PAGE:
Lawrence Martin writes that the cracks are spreading at Fortress Harper. First it was those ornery backbenchers who refused to shut up. Then one of them, Brent Rathgeber, resigned. And, last week, sixteen Conservative senators joined with their Liberal colleagues to gut a Harper supported private member's bill which would have crippled unions. Martin writes:
While sending the union bill back to the Commons with amendments prompted PMO anger, these Conservatives have done themselves and their party proud by voting according to what they thought was right. With the exception of Conservative hardliners, the legislation — a private member’s bill — was widely viewed in the party as a spiteful piece of labour-bashing. Its aim was to compel unions to disclose all payments made by them to outside groups or individuals worth $5,000 or more and to reveal the names and salaries of union employees paid more than $100,000.
The senator who spearheaded the drive was Hugh Segal, who used to work for Bill Davis -- before Mike Harris, Jim Flaherty, Tony Clement and John Baird rode into Queens Park. Segal owes the prime minister nothing. He was appointed by Paul Martin. But that was back in the days when Senate appointments could be made on the basis on merit, not blind loyalty.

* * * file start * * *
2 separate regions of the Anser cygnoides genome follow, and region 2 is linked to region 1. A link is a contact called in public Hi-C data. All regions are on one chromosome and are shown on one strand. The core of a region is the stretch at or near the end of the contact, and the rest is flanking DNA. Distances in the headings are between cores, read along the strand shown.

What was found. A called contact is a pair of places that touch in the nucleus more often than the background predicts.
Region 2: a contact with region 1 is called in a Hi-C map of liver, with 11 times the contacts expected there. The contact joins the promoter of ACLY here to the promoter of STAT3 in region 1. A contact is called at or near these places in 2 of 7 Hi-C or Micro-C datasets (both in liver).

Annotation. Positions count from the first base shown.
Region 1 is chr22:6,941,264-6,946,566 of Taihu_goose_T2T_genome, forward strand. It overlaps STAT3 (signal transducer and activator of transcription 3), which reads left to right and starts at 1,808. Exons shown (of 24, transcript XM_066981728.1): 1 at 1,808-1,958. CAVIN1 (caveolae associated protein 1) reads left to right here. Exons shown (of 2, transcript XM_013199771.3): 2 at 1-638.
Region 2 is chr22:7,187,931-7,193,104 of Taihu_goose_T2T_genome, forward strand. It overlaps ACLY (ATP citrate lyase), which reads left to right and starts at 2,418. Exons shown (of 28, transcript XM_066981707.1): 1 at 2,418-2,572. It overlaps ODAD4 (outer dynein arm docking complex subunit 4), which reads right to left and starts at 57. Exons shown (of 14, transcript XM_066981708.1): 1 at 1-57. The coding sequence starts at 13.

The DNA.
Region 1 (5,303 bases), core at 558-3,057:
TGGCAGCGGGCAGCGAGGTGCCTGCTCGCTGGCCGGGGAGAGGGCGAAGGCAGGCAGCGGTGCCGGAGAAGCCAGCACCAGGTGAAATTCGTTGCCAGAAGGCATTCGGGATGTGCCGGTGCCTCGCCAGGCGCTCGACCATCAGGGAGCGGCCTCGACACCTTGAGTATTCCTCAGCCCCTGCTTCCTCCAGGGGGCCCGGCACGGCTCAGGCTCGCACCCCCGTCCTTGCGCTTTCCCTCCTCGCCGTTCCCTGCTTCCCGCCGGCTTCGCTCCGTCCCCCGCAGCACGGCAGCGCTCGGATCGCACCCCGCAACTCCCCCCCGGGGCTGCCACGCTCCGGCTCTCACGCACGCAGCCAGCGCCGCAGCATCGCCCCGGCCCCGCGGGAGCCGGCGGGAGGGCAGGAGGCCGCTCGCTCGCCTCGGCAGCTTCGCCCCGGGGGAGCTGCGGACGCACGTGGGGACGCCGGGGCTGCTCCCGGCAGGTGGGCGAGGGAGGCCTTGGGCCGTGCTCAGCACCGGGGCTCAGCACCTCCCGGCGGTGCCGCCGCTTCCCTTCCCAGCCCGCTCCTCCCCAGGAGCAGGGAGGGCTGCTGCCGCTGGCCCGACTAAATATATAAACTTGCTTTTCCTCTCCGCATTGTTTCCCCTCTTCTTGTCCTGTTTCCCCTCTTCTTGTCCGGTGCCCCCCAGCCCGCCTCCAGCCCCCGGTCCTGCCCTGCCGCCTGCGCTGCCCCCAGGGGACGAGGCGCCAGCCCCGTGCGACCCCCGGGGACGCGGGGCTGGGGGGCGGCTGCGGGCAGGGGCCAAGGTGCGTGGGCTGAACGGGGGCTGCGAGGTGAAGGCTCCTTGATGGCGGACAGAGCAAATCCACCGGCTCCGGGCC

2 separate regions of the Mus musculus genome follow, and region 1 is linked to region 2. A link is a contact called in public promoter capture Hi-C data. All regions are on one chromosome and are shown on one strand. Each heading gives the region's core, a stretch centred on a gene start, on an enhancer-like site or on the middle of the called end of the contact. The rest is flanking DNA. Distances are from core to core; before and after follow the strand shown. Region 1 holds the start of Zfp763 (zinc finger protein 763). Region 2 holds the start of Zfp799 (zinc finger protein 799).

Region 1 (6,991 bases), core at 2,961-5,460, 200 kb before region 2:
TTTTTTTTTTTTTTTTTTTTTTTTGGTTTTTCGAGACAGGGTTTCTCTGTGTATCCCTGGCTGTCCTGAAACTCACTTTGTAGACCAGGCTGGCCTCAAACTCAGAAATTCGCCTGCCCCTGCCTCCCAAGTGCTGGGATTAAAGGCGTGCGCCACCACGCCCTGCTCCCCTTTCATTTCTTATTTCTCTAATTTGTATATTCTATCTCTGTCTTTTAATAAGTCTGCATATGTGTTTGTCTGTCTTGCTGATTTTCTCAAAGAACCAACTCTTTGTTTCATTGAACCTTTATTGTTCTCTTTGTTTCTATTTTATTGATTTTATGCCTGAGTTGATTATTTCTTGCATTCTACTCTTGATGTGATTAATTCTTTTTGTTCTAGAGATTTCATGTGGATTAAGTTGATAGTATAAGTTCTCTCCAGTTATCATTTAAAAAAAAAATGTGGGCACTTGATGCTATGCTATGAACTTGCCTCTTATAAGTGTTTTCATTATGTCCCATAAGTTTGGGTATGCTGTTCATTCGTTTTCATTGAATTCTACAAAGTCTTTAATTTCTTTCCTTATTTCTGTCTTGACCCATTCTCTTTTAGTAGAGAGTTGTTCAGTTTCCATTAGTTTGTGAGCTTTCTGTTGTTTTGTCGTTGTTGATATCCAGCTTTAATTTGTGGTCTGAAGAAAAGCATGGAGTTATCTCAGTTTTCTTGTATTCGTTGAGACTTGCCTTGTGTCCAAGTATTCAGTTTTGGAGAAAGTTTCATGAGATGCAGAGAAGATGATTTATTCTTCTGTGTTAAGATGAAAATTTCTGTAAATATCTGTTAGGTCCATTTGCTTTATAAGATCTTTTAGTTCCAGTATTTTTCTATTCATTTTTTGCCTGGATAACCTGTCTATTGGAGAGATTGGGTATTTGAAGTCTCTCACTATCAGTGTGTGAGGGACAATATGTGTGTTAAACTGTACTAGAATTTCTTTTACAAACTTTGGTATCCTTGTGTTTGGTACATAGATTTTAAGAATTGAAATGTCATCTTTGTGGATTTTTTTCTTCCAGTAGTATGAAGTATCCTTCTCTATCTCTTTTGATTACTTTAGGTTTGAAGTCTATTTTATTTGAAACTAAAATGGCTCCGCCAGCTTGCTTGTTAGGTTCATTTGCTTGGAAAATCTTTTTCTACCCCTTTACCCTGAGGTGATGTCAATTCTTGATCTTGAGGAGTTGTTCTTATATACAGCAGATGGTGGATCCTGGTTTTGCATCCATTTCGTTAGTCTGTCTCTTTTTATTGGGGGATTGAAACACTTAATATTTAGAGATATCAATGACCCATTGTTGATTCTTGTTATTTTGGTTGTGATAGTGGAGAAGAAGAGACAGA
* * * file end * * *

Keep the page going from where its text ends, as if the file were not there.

Unfortunately, Tory youth appear to follow Mr.Harper like lemmings:
One group he appears to have marching in lockstep with him is the Tory youth. The work of his senators stood in marked contrast to another piece of news that made headlines for the party this week: the party planting interns to disrupt a Justin Trudeau rally on Parliament Hill. The paid interns, apparently acting with the approval of the PMO, waved placards spouting lines the Conservatives used in their grossly distorted attack ads on the Liberal leader.
It was another indication of the degree to which the level of morality in the party has sunk. This is a tactic something straight out of the Nixon White House’s book of dirty tricks.
The question is, where is the Conservative soul? Is it in Segal's hands -- or Stephen Harper's?